Monday, September 27, 2004


One by one they emerged from the Baltimore Orioles dugout: Boog Powell, Ken Singleton, Al Bumbry, Brooks Robinson, Jim Palmer.

The Orioles yesterday at Camden Yards celebrated the 50th anniversary of the St. Louis Browns’ move to Baltimore by presenting the 50 all-time favorite Orioles.

They were all there: Rick Dempsey, Mike Flanagan, Gregg Olson, Jim Gentile — and, oh, yes, Cal Ripken Jr., perhaps the greatest Oriole of them all and quite possibly the man who will shape the future of baseball not in Baltimore, but Washington.

If the notion of a team in Washington upsets Orioles owner Peter Angelos, imagine how upset he would be to find the icon of his franchise running the competition down the road. It is the very definition of insult to injury.

Maybe Angelos can make Ripken a bargaining chip in the talks with baseball about an indemnification payoff to relocate the Montreal Expos to Washington. You know: Give me a regional sports network, pay me $50million and, by the way, ban Cal Ripken from running the team.

Of course, Angelos could have avoided this embarrassment. He could have embraced Ripken. He could have put Ripken in charge of baseball operations, allowing him to be the face of the franchise.

But Angelos wouldn’t. Angelos would be made crazy if the Orioles succeeded under Ripken. Ripken, you see, would have gotten all the credit.

The Washington Baseball Club, the ownership group that holds an exclusivity agreement with the District for baseball, last year confirmed it discussed with Ripken representatives the possibility of Cal joining the operation should it be awarded the team.

Ripken said he was interested, but he has not aligned himself with the Washington Baseball Club or any other group. He likely won’t until the process of putting a team in Washington is completed.

Once baseball, as anticipated, declares the District the new home of the Expos, the process of selecting an ownership group begins. That likely will be a bidding process that includes suitors other than the Washington Baseball Club.

Major League Baseball is not bound by the agreement the District has with the Washington group. And it could get a little dicey if, as has been rumored, whoever purchases the Expos from baseball has to keep general manager Omar Minaya as part of the deal (though that wouldn’t preclude Ripken from being part of a baseball operation).

At the ballpark yesterday, after the ceremony honoring the greatest Orioles, one of the greatest said he still is interested.

“I always thought that at some time in my life, I would come back to a big league situation,” Ripken said. “Coaching appeals to me. Managing appeals to me a little bit, but those two things require you to live by the schedule that I did for all those years. But if there was an opportunity for shaping an organization and still maintaining some flexibility in my home life, I certainly would look at it.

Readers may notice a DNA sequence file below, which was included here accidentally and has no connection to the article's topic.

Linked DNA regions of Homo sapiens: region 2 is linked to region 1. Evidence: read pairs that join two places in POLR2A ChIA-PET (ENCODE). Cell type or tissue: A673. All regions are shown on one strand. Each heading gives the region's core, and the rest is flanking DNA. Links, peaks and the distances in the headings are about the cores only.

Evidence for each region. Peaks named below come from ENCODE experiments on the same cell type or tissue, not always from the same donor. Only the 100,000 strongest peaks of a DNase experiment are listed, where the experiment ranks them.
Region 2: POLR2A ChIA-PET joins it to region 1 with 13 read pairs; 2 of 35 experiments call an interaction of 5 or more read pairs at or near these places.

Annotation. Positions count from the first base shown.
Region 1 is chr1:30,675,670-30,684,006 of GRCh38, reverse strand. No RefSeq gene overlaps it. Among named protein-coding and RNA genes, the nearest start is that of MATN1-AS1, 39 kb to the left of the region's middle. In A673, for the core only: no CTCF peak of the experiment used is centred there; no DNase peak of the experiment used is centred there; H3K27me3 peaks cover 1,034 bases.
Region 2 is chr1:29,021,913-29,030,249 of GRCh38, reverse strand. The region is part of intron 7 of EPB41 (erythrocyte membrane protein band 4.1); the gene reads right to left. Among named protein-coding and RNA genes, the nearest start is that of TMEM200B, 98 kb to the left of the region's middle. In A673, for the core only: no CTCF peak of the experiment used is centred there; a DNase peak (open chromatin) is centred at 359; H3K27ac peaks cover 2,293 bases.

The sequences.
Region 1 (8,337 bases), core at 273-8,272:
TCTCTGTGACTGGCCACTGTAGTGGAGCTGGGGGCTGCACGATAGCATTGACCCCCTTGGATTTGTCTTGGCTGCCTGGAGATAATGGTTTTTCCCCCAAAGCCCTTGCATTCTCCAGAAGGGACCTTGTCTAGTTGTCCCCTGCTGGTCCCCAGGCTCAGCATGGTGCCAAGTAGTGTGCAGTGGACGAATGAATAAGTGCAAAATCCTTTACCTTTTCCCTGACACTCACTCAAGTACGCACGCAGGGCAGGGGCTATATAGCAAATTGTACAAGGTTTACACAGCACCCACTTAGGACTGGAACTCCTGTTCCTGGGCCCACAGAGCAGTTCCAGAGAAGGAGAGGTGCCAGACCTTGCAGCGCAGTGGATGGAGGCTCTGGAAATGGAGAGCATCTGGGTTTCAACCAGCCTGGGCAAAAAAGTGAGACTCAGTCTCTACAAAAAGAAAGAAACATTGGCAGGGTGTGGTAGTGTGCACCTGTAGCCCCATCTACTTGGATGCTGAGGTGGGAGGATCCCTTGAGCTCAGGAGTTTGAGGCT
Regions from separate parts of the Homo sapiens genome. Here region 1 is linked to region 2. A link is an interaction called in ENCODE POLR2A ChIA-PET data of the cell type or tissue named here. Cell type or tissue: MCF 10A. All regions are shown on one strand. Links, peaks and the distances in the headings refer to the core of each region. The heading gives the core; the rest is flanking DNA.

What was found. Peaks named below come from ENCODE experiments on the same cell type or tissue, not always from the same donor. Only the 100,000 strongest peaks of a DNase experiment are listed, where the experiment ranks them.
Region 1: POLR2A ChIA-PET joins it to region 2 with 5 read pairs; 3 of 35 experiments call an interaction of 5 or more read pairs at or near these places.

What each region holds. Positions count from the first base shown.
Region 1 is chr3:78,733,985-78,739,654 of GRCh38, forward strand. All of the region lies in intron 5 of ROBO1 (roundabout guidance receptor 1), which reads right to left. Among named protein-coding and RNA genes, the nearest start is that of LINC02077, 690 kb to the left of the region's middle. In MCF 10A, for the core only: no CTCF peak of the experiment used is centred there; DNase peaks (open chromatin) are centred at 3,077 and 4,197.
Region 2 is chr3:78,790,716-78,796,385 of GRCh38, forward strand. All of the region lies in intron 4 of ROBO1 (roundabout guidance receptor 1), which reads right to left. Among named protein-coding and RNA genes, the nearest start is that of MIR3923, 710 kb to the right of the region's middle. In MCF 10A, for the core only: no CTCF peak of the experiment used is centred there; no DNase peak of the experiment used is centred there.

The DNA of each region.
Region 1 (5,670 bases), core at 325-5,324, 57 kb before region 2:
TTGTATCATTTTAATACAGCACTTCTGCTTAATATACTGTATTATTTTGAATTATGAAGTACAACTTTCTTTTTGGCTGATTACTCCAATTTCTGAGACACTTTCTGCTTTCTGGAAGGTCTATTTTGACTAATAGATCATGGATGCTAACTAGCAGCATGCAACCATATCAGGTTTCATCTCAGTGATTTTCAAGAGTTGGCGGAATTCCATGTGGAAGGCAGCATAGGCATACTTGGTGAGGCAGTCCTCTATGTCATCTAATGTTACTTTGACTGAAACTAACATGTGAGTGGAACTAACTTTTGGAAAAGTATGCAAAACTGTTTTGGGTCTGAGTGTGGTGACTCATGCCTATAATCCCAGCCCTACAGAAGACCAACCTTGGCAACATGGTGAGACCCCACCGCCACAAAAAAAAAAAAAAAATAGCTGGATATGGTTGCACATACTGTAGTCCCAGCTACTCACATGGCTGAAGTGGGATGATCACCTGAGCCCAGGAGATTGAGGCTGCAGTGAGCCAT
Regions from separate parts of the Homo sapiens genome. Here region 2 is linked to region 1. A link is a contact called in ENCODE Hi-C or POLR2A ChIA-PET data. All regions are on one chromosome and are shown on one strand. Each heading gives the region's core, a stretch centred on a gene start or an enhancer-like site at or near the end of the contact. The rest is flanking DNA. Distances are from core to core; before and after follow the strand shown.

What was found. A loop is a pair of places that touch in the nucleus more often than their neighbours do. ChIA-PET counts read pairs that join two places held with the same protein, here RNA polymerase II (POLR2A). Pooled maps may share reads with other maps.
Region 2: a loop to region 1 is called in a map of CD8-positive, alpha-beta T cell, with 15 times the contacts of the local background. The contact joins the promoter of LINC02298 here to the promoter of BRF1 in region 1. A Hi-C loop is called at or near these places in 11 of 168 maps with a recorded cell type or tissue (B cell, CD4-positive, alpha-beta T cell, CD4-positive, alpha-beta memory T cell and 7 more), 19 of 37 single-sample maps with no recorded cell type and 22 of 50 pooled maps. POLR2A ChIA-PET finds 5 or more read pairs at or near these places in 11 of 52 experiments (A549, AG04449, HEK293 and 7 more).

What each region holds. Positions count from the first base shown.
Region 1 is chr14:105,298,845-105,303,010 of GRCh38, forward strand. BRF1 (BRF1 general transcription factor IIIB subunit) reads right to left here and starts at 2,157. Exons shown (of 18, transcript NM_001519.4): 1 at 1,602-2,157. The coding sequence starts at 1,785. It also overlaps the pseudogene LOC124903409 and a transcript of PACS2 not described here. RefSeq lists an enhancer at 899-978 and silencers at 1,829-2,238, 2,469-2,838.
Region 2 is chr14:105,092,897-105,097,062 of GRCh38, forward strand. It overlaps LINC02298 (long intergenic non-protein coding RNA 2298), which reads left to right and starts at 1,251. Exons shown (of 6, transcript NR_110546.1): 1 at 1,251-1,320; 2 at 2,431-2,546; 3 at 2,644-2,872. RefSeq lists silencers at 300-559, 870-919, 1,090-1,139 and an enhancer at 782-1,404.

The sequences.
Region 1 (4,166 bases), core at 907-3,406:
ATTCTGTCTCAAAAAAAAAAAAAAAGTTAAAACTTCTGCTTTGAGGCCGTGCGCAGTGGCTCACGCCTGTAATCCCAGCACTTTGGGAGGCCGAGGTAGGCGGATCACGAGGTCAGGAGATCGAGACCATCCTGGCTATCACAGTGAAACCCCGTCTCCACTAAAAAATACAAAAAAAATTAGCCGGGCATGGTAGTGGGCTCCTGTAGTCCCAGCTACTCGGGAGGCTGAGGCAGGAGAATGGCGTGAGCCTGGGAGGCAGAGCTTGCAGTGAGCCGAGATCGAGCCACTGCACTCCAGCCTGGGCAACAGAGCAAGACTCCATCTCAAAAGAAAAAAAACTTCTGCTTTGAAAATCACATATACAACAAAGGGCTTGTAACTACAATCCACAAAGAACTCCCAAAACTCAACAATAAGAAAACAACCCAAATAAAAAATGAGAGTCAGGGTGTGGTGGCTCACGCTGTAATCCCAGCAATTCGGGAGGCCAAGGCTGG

“I’m smart enough to listen when opportunities come along and evaluate the opportunities for what they are. I’d be all ears, and I’d listen, and try to make my decision after that.”

When asked about Angelos’ battle against baseball in Washington, Ripken said, “As an interested fan, I am on the sidelines watching like everyone else. It’s interesting to me because I understand Mr. Angelos’ position very well. And then the Expos don’t have a home, and they go through this grand search around all these markets to find the right place, so it’s not an easy decision on either side.

“Both sides have valid issues and valid points. I’m watching it with curiosity to see how it is going to be solved.”

Ripken’s post-playing career has been a blueprint for other athletes.

He has made the Ripken name one of the most popular brand names in baseball. His name is on a division of Babe Ruth baseball. He has built one of the most successful minor league franchises in the country, the Aberdeen Ironbirds. And, with a jewel of a ballpark and the baseball academy he is building there, he is creating a baseball destination second only to Cooperstown.

He remains a highly visible commercial figure and a sought-after speaker at major corporate functions.

But he has made known that he would love to have an impact on a major league baseball operation, from player development to the major league roster. He wants to put into practice in the front office what he learned growing up with one of the all-time baseball teachers, his father, Cal Sr., and from being part of the Orioles in the days when it was a model franchise.

Of course, Ripken would have loved to do that in Baltimore, but, with Angelos in charge, the opportunity just isn’t there. It long has been rumored that Ripken would join a local ownership group to buy the Orioles should Angelos put them up for sale. That, however, doesn’t seem likely to happen soon.

That leaves Washington, because Ripken isn’t about to move to another part of the country. This is his home.

“A club that is close to the Washington vicinity would be close to where I live, so that would make it more appealing than, say, Portland,” Ripken said. “When the time is right, if there is an opportunity, I will be open to listen to what that is.”

The time nearly is right.

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